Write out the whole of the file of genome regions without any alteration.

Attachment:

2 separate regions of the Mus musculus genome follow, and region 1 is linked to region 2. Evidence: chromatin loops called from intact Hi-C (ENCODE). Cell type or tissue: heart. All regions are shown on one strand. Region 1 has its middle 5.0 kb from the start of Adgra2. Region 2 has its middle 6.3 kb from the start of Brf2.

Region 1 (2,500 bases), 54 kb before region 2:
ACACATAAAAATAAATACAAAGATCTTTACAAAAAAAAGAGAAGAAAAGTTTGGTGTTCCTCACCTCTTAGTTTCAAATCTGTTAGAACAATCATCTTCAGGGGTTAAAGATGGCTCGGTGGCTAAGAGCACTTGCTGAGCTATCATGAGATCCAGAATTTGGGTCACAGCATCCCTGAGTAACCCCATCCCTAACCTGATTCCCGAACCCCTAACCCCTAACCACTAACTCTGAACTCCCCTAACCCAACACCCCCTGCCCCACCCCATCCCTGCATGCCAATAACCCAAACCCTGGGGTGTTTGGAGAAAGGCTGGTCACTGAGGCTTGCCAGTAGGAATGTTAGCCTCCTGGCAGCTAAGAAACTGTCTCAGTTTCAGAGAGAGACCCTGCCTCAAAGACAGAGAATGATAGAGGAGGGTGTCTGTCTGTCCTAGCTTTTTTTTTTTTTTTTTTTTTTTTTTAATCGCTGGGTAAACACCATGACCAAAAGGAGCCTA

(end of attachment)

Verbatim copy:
2 separate regions of the Mus musculus genome follow, and region 1 is linked to region 2. Evidence: chromatin loops called from intact Hi-C (ENCODE). Cell type or tissue: heart. All regions are shown on one strand. Region 1 has its middle 5.0 kb from the start of Adgra2. Region 2 has its middle 6.3 kb from the start of Brf2.

Region 1 (2,500 bases), 54 kb before region 2:
ACACATAAAAATAAATACAAAGATCTTTACAAAAAAAAGAGAAGAAAAGTTTGGTGTTCCTCACCTCTTAGTTTCAAATCTGTTAGAACAATCATCTTCAGGGGTTAAAGATGGCTCGGTGGCTAAGAGCACTTGCTGAGCTATCATGAGATCCAGAATTTGGGTCACAGCATCCCTGAGTAACCCCATCCCTAACCTGATTCCCGAACCCCTAACCCCTAACCACTAACTCTGAACTCCCCTAACCCAACACCCCCTGCCCCACCCCATCCCTGCATGCCAATAACCCAAACCCTGGGGTGTTTGGAGAAAGGCTGGTCACTGAGGCTTGCCAGTAGGAATGTTAGCCTCCTGGCAGCTAAGAAACTGTCTCAGTTTCAGAGAGAGACCCTGCCTCAAAGACAGAGAATGATAGAGGAGGGTGTCTGTCTGTCCTAGCTTTTTTTTTTTTTTTTTTTTTTTTTTAATCGCTGGGTAAACACCATGACCAAAAGGAGCCTA